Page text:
Modern board games can appeal to everyone.
What never ceases to amaze me are the variety of different people who enjoy modern board games. The ages, races, religions, and professions of gamers are extremely varied. The glue for these people spending time together is their shared enjoyment of board games. This allows people to interact with others that they would normally not socialize with.
I believe it is very beneficial to socialize with people outside of the standard family, work, and church social circles. Board gaming is a great way to socialize.
The Other Benefits of Modern Board Gaming
The obvious benefit of playing modern board games is to have a fun time interacting with other human beings. What will surprise some people are the other, unforeseen, benefits that people can derive from playing modern board games. Here are some of these hidden benefits:
Interact with a wide variety of people.
Challenge yourself to do well at the games.
Polish your interpersonal skills.
Form new social relationships.
You will make new friends.
Time spent away from the digital devices.
Share fun times with other people.
Family game night with games that are actually fun to play.
Teach your kids life skills. For example: how to win , or lose with grace and dignity.
Learn analysis, or negotiation skills.
Board games have a lot to offer people. The image of board games is that of simple children’s games that have little place for grown adults. This is not the case. They have benefits that are very relevant to today’s society. Join a game group, or form you own. Find out for yourself.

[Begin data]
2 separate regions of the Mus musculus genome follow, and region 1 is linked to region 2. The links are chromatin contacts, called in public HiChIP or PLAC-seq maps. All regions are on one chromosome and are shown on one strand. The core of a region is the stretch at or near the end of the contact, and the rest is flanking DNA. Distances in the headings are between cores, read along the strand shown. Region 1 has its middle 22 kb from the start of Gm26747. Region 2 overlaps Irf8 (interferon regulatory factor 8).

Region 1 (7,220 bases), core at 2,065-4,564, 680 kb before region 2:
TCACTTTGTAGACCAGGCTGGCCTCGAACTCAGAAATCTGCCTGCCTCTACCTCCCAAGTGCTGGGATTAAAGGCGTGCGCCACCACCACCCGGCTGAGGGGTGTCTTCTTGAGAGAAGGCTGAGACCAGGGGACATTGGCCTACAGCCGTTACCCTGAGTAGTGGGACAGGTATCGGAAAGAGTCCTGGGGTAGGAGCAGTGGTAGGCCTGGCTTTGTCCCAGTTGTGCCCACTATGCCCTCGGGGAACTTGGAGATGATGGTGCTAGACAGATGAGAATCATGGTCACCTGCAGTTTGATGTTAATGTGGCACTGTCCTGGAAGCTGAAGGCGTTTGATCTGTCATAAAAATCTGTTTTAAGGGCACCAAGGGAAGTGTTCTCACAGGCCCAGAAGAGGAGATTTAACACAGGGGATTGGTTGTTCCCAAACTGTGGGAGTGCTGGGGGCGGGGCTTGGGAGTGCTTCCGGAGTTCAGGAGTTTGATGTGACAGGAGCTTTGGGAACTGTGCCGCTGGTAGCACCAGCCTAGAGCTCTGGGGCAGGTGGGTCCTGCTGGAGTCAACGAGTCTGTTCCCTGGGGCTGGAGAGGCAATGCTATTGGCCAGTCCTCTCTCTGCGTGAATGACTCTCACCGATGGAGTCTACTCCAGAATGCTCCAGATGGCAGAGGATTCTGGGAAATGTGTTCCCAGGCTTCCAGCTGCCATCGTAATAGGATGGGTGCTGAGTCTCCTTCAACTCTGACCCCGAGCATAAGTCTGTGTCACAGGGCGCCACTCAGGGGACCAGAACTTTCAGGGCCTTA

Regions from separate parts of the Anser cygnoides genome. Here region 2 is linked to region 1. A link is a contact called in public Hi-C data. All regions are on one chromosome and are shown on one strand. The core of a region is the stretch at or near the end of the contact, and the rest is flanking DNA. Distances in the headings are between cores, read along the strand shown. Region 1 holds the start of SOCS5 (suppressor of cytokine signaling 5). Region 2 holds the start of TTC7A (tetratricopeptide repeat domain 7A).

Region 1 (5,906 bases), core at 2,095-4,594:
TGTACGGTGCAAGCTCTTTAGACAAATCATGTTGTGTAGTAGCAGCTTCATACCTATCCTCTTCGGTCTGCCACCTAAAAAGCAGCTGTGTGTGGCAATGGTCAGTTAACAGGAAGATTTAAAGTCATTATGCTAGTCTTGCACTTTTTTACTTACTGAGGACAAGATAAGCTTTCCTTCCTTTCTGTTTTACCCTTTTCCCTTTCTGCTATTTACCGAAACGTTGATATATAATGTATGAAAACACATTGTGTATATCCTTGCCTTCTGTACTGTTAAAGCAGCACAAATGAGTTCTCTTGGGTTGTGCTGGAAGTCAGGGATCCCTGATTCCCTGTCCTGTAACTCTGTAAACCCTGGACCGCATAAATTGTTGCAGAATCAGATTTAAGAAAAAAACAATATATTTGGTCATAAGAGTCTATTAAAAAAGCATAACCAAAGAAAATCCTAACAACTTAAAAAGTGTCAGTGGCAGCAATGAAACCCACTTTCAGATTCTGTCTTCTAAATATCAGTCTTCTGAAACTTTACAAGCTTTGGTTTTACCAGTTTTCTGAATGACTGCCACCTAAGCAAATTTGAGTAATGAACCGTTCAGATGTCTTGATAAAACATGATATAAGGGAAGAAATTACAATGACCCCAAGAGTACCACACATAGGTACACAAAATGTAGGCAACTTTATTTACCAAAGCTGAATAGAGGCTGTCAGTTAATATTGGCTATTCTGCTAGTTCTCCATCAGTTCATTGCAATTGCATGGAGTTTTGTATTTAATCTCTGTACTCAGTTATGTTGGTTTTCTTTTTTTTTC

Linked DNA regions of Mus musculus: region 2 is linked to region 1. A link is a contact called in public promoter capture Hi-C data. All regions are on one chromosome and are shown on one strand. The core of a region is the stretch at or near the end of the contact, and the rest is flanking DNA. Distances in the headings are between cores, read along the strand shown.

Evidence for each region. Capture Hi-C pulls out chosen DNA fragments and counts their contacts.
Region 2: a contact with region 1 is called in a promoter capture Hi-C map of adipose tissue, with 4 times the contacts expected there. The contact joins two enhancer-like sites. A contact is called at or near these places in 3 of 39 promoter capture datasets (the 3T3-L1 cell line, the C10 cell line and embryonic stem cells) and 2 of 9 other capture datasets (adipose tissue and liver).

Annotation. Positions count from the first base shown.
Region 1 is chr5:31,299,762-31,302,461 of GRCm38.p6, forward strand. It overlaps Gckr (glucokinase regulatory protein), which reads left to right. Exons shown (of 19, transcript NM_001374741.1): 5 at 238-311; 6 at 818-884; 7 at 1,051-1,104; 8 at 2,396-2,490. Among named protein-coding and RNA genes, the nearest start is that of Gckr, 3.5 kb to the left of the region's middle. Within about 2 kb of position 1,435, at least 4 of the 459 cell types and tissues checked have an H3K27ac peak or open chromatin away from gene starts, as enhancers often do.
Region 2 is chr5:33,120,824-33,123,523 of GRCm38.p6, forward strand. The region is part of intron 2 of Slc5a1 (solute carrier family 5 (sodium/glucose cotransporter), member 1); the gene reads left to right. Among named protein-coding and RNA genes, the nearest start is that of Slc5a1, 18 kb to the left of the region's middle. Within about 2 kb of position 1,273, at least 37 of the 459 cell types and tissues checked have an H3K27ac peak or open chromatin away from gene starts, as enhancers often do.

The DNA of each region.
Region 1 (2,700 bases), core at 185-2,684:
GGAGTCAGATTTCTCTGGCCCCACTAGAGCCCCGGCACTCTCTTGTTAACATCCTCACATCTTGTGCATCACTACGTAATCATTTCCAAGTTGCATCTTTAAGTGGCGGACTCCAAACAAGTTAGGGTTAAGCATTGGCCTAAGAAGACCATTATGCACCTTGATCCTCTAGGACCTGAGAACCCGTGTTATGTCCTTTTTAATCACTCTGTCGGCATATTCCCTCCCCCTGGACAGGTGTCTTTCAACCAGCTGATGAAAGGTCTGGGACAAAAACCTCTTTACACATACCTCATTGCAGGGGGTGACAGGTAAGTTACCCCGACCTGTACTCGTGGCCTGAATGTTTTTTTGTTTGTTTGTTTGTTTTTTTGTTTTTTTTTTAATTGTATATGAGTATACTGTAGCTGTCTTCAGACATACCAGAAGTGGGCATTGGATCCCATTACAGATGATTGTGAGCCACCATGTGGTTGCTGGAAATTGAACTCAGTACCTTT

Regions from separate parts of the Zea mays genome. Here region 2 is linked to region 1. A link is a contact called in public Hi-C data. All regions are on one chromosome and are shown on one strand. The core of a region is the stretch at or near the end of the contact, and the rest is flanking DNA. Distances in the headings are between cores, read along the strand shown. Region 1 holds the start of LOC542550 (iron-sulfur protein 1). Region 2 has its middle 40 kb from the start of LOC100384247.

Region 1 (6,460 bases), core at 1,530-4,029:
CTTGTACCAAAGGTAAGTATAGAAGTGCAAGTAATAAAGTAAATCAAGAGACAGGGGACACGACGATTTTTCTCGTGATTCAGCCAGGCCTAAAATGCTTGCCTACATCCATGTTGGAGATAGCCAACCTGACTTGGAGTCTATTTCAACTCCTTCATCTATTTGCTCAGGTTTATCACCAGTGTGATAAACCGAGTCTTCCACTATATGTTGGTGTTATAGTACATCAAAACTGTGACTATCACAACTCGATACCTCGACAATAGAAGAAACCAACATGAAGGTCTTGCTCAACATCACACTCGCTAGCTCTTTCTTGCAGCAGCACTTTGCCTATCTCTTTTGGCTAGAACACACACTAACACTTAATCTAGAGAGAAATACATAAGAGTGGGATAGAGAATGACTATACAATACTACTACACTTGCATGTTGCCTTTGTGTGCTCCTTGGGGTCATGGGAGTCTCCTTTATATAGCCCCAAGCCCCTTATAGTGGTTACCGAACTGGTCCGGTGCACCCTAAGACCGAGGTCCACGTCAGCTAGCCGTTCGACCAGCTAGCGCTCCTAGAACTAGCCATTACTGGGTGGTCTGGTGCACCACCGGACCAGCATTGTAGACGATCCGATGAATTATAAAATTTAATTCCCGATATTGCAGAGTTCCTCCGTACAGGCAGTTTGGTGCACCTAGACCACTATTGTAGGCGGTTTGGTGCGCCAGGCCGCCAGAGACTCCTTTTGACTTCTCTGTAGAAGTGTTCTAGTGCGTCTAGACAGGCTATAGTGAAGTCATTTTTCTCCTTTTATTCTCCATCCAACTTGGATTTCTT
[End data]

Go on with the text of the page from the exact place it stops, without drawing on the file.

20th March 2017
Note: Do not misunderstand me on a few aspects that I mention above. As a social introvert I need my alone time, my ‘me’ time. People need time to recharge themselves; introverts need to do that alone, and extroverts need time around other people. See an article at the bottom for a great graphic on the subject. The key point is knowing what works for you, and then making sure that you get the type of ‘me’ time that works best for you.
Secondly, as any one you knows me will attest, I also like to enjoy the odd drink. When I look back at my younger days I realize that drink was the excuse to be sociable with people. Having a drink as the motivation then forces people to drink more. And we all know that is not good for many reasons.
Know an introvert ? This is a interesting article on how introverts, and extroverts, recharge. The graphic below is a great visual representation of the differences.